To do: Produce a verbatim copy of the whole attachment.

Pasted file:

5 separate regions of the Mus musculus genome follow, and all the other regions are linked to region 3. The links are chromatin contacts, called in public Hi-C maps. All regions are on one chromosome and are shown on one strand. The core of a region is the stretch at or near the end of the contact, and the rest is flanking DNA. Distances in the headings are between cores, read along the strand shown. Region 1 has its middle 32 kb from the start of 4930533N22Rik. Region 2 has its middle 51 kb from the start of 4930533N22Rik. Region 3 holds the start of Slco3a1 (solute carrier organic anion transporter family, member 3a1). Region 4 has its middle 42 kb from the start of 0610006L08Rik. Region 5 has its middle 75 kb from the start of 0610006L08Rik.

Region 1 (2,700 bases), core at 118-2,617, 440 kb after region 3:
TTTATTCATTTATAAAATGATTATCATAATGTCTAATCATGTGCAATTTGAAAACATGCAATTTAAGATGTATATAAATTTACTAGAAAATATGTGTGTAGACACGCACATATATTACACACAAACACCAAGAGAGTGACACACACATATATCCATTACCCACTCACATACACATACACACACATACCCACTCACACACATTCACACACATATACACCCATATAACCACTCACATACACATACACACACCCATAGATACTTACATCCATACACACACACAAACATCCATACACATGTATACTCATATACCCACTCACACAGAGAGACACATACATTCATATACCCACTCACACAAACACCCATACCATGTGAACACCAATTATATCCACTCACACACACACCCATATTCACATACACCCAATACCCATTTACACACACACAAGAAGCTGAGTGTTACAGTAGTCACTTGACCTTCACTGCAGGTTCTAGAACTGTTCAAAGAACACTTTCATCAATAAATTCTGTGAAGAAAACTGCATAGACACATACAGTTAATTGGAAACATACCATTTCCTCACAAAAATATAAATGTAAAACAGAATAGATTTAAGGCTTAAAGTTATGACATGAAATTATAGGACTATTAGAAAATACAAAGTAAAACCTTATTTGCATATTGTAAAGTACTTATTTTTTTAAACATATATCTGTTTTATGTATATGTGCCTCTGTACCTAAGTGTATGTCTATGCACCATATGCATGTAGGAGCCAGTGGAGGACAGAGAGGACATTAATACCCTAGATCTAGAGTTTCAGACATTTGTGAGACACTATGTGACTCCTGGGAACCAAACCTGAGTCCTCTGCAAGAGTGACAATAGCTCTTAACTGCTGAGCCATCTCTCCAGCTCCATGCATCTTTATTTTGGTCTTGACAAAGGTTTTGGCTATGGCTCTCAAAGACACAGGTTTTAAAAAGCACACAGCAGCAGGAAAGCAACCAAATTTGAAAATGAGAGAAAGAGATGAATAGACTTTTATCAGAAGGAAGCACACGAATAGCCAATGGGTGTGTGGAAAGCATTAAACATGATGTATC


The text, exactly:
5 separate regions of the Mus musculus genome follow, and all the other regions are linked to region 3. The links are chromatin contacts, called in public Hi-C maps. All regions are on one chromosome and are shown on one strand. The core of a region is the stretch at or near the end of the contact, and the rest is flanking DNA. Distances in the headings are between cores, read along the strand shown. Region 1 has its middle 32 kb from the start of 4930533N22Rik. Region 2 has its middle 51 kb from the start of 4930533N22Rik. Region 3 holds the start of Slco3a1 (solute carrier organic anion transporter family, member 3a1). Region 4 has its middle 42 kb from the start of 0610006L08Rik. Region 5 has its middle 75 kb from the start of 0610006L08Rik.

Region 1 (2,700 bases), core at 118-2,617, 440 kb after region 3:
TTTATTCATTTATAAAATGATTATCATAATGTCTAATCATGTGCAATTTGAAAACATGCAATTTAAGATGTATATAAATTTACTAGAAAATATGTGTGTAGACACGCACATATATTACACACAAACACCAAGAGAGTGACACACACATATATCCATTACCCACTCACATACACATACACACACATACCCACTCACACACATTCACACACATATACACCCATATAACCACTCACATACACATACACACACCCATAGATACTTACATCCATACACACACACAAACATCCATACACATGTATACTCATATACCCACTCACACAGAGAGACACATACATTCATATACCCACTCACACAAACACCCATACCATGTGAACACCAATTATATCCACTCACACACACACCCATATTCACATACACCCAATACCCATTTACACACACACAAGAAGCTGAGTGTTACAGTAGTCACTTGACCTTCACTGCAGGTTCTAGAACTGTTCAAAGAACACTTTCATCAATAAATTCTGTGAAGAAAACTGCATAGACACATACAGTTAATTGGAAACATACCATTTCCTCACAAAAATATAAATGTAAAACAGAATAGATTTAAGGCTTAAAGTTATGACATGAAATTATAGGACTATTAGAAAATACAAAGTAAAACCTTATTTGCATATTGTAAAGTACTTATTTTTTTAAACATATATCTGTTTTATGTATATGTGCCTCTGTACCTAAGTGTATGTCTATGCACCATATGCATGTAGGAGCCAGTGGAGGACAGAGAGGACATTAATACCCTAGATCTAGAGTTTCAGACATTTGTGAGACACTATGTGACTCCTGGGAACCAAACCTGAGTCCTCTGCAAGAGTGACAATAGCTCTTAACTGCTGAGCCATCTCTCCAGCTCCATGCATCTTTATTTTGGTCTTGACAAAGGTTTTGGCTATGGCTCTCAAAGACACAGGTTTTAAAAAGCACACAGCAGCAGGAAAGCAACCAAATTTGAAAATGAGAGAAAGAGATGAATAGACTTTTATCAGAAGGAAGCACACGAATAGCCAATGGGTGTGTGGAAAGCATTAAACATGATGTATC